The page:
For me and us moving to France, it has been hard enough getting used to not working and instead doing load after load of laundry, load after load of dishes, day after day of grocery shopping, room after room of cleaning, meal after meal of making, etc... But to then have my children disregard what I say and choose when to listen, well that has by far been the hardest part of this whole adjustment.

Tonight - I think this blog is about all of you who read. I want to hear back from you. I'd like to hear how you conquered similar situations. How you got your kids to stop being so "touchy". How you got your kids to listen on the first request. How you got your kids to stop asking "why?" How you moved from Grace and Mia to Ella. Lay it on me!

Tomorrow is the girls last day of school before we head home next week to Colorado. We are all very excited! And the best part is that I will have Andrew with me the whole time so the girls can spend some of their, "No" time and ,"Why" time with him!

Sunday, July 26, 2009

July 26, 2009: Safety in Slumbers

(pictured above: Grace holding her caterpillar)
(pictured above: birds from the observatory windows)
(pictured above: look closely - frogs!)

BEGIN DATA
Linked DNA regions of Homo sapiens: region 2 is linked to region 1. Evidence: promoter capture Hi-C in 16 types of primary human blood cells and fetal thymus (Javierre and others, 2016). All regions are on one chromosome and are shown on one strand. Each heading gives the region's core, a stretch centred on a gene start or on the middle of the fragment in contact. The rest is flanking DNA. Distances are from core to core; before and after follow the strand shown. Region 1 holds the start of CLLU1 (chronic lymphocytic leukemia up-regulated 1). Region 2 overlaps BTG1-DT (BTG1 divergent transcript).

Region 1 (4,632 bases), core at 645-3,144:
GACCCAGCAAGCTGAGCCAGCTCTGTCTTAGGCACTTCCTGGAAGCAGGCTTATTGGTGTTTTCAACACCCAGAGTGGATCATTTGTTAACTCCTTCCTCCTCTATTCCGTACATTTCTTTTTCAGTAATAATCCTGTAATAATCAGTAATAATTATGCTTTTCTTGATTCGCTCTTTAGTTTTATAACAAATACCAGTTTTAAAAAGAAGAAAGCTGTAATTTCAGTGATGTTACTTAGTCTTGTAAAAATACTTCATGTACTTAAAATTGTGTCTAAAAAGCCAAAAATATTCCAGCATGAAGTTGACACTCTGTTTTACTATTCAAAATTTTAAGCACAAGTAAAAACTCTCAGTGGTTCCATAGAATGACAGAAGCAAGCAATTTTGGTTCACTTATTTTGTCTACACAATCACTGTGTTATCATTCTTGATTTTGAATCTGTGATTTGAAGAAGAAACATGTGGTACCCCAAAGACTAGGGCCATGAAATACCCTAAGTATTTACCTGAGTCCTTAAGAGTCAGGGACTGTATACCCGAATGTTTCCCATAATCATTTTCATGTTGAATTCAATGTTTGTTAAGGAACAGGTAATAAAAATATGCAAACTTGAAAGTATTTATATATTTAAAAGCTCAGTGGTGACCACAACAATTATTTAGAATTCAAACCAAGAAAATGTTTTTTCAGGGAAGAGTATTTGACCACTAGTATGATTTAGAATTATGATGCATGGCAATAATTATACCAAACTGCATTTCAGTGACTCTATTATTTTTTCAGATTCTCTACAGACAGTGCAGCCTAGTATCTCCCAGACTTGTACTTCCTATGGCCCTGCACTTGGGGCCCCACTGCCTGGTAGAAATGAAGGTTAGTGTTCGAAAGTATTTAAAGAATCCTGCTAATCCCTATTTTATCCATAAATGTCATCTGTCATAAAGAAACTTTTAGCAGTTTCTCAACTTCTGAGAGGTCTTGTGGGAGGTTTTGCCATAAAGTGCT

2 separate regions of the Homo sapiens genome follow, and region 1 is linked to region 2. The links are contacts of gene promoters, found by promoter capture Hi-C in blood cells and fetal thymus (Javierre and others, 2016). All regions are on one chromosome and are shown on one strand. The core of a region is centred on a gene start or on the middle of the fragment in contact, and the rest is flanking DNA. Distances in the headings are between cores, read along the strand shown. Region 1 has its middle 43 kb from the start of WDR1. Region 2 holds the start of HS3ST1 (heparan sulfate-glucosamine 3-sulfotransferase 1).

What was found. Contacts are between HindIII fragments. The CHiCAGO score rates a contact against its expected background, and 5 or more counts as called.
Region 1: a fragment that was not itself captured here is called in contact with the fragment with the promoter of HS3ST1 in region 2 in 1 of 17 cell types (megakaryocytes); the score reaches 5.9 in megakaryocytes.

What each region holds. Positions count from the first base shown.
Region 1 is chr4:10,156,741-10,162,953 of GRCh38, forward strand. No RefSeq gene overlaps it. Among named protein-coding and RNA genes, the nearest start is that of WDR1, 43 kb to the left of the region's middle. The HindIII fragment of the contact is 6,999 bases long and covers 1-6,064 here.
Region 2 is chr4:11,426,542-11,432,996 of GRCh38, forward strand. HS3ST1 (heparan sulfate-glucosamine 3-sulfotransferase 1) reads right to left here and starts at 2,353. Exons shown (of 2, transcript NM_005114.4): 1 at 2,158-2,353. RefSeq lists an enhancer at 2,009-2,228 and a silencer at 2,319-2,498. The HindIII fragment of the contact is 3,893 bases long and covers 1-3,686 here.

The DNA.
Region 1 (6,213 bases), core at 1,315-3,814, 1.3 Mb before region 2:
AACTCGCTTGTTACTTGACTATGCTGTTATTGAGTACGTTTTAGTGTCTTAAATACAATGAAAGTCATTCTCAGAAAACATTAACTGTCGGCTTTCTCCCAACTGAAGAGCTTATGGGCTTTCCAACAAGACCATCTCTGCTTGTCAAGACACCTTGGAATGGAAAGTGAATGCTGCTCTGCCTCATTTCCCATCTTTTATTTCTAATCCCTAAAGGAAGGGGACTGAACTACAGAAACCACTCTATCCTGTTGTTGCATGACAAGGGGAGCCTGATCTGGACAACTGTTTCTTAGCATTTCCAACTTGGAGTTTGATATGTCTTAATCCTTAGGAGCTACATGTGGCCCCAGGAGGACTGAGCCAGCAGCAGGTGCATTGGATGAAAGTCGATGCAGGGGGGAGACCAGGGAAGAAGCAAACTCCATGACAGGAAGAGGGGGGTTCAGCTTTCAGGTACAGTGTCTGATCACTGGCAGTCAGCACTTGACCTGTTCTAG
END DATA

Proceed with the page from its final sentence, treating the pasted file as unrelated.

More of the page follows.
(pictured above: walking the trails)
(pictured above: many of the snails we saw on the hike)

(pictured above: the cows)
(pictured above: the girls looking at the flat-bottom boat)

Today I tried to find something new and interesting to do with the family. We have this great book that Suzie and Peter have donated to our tiny library collection. It is about Normandy and I often refer to this book when in need of inspiration. I began my search with some two criteria: under 1 hour driving to get to the destination and nothing through windy roads in small hilly towns. This criteria has been derived from months of trial and error while going on adventures with the girls. Not abiding by this criteria will result in the following: 1) whining 2) vomiting 3) whining 4) dry heaving. Now, Andrew and I are ready and able to deal with all four outcomes. But I think we have learned that dealing with those outcomes are only worth the effort when traveling out of town for a few days - not just 2-3 hours.

So taking the above two criteria into account, I stumbled upon the commune of Saint-Côme-du-Mont. Here you can find a nature preserve with lots of walking trails with a focus on bird watching and other creatures you might see in this natural habitat. I had also read that you could take a trip on a flat-bottom boat through a marsh and see all of the creatures in the marsh below and that sounded exciting to all of us. So after 40 minutes of nice, flat highway driving and a vomit-free zone we arrived at the nature preserve.